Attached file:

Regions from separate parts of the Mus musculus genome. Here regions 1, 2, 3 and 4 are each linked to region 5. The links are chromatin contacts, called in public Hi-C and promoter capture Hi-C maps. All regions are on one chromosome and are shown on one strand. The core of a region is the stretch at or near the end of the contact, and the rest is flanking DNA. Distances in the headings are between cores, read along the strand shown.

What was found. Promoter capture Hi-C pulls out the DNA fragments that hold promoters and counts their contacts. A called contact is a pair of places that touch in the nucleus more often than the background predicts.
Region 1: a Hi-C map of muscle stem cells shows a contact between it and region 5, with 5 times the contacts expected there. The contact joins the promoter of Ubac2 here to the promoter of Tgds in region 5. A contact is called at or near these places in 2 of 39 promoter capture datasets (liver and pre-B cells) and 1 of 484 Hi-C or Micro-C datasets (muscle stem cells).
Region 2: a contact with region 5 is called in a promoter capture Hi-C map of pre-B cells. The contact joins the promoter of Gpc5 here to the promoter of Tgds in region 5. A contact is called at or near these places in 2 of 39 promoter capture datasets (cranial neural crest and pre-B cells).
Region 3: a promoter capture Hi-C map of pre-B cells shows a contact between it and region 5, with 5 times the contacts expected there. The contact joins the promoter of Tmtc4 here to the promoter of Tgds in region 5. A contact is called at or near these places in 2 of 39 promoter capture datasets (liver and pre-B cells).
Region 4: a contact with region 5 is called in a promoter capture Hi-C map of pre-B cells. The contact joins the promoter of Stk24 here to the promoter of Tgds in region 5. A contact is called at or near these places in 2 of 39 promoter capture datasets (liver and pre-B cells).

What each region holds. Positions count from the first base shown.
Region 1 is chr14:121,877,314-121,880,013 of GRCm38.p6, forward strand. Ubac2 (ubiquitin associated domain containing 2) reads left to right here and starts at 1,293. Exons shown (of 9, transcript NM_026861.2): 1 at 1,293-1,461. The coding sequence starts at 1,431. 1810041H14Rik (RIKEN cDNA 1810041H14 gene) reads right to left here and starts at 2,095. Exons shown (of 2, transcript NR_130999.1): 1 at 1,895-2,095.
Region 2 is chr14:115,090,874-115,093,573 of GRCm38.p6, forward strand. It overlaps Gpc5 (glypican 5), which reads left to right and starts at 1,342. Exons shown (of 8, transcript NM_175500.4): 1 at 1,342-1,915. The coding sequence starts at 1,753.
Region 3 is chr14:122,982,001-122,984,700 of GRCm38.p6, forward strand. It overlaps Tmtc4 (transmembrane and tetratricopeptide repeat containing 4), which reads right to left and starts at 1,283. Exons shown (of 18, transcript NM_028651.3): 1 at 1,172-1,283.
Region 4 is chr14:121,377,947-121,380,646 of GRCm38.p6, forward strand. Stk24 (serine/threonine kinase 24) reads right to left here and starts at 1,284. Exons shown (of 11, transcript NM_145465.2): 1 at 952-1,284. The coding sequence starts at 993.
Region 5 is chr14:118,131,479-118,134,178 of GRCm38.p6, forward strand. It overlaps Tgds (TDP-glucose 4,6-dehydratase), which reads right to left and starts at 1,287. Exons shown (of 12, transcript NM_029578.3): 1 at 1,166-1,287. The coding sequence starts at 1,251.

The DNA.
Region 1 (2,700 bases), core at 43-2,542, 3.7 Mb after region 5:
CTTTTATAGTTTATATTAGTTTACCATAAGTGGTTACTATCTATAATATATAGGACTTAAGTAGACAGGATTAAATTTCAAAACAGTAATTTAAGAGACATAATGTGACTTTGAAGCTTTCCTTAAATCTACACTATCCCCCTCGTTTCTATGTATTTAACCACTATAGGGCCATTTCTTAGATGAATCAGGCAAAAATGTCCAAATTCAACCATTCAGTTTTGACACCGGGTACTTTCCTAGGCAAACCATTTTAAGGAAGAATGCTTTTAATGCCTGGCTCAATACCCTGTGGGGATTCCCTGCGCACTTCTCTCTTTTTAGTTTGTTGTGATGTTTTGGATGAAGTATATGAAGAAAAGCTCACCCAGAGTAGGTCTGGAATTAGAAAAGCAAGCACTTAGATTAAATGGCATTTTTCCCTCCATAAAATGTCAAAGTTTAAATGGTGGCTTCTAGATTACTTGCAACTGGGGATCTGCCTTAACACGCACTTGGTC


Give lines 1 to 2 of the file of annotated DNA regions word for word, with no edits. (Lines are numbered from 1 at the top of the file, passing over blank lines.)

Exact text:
Regions from separate parts of the Mus musculus genome. Here regions 1, 2, 3 and 4 are each linked to region 5. The links are chromatin contacts, called in public Hi-C and promoter capture Hi-C maps. All regions are on one chromosome and are shown on one strand. The core of a region is the stretch at or near the end of the contact, and the rest is flanking DNA. Distances in the headings are between cores, read along the strand shown.

What was found. Promoter capture Hi-C pulls out the DNA fragments that hold promoters and counts their contacts. A called contact is a pair of places that touch in the nucleus more often than the background predicts.